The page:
Failure to sufficiently punish a foreign government, even for an actual proven offense, has never been a high crime and misdemeanor. The United States is in fact bound by the Hague Convention of 1899, the Kellogg-Briand Pact, and the United Nations Charter to take any such dispute to arbitration and to settle it by pacific means. But that would require producing some evidence rather than mere allegations. Lawless "punishment" is much easier.

But further evidence can emerge to counter the claim. The lack of evidence for the claim can weigh ever more heavily on public opinion. And the dangers of creating further hostility with Russia can enter the consciousness of additional people.

Meanwhile, we have a man planning to be president later this month whose business dealings clearly violate the U.S. Constitution in terms of not only foreign but also domestic corruption. That's a perfectly overwhelming case for impeachment and removal from office that doesn't require opposing a single incident of mass murder or offending a single Pentagon contractor.

Beyond that, Trump is becoming president after election day intimidation, the partisan-based removal of voters from the rolls, and opposition to attempting to count paper ballots where they existed. He's arriving with the stated policies of unconstitutionally discriminating against Muslims, murdering families, stealing oil, torturing, and proliferating nuclear weapons.

In other words, Donald Trump will be from Day 1 an impeachable president, and Democrats will have already spent months building their campaign around the one thing that won't work. Imagine what will happen after all their hearings and press conferences, when their supporters find out that they aren't even accusing Vladimir Putin of hacking into election machines, that in fact they are accusing unknown individuals of hacking into Democrats' emails, and that they are then vaguely speculating that those individuals could have been sources for WikiLeaks, thereby informing the U.S. public of what was quite obvious and ought to have been widely reported for the good of the U.S. government, namely that the DNC rigged its primary.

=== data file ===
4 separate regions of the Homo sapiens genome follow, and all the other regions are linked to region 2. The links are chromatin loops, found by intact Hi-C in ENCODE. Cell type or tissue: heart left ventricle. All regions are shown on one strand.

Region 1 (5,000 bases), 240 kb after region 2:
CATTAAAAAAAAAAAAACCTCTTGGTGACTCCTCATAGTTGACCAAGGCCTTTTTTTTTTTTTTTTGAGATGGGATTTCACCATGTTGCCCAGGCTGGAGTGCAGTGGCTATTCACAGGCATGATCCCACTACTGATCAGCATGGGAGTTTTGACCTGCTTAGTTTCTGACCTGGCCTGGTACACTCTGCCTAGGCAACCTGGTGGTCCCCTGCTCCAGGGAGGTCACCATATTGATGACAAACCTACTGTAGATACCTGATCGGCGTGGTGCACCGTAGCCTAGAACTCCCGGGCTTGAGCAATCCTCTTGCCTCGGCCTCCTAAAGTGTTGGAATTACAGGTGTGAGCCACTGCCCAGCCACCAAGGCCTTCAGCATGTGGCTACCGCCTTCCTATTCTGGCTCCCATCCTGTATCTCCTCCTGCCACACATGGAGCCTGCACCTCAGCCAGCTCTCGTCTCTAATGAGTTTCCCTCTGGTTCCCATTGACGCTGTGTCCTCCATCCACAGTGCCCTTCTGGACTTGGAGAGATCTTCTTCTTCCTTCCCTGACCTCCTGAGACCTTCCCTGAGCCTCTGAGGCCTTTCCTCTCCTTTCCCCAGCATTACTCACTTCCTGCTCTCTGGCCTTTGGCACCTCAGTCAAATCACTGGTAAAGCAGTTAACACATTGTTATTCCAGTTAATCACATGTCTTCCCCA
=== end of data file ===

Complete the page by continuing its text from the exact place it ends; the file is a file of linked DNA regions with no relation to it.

By the time the Democrats beat themselves to the floor with this charade, more facts will likely have come out regarding WikiLeaks' actual source(s), and more hostility will likely have been stirred up with Russia. The war hawks have already got Trump talking up nuclear escalation.

Luckily there is an ace in the hole. There is something else that Democrats will be eager to hold Trump accountable for. And give Trump a month and he'll produce it. I'm referring, of course, to that greatest fear of Our Beloved Founding Fathers, the ultimate high crime and misdemeanor: the presidential sex scandal.

Dec
22

Yes, Dubya, Now I Miss You

Tag: Impeachment, Peace and War, Political Ideas

When George W. Bush made the case for attacking and destroying the nation of Iraq, he made claims that, if true, would have justified nothing. And he proposed as evidence for those claims fraudulent, implausible, and even ridiculous pieces of information. But he was expected to produce evidence. There was no assumption that he should simply be taken on faith.

Those standards are gone.

The common wisdom that Vladimir Putin hacked into Democratic and Republican emails and fed the Democratic ones to WikiLeaks which delegitimized an otherwise legitimate election, is not based on any public evidence, and none is asked for by most believers.

The premise that possessing weapons justifies being attacked was patently absurd in 2003. The U.S. openly possessed all the weapons it claimed Iraq had. The premise that (further) exposing a rigged primary harms, rather than facilitating, election integrity, is strictly nuts in 2016. WikiLeaks and any source(s) deserve our thanks.

But the standard of evidence has been altered. It's certainly possible the Russian government hacked the emails. It's even possible that Russia was the source for WikiLeaks, and that Julian Assange and Craig Murray are deluded or lying, that Bill Binney is mistaken, and that all the anomalies in the claims of Russian hacking can be explained away. But the expectation that some sort of evidence should be produced no longer exists.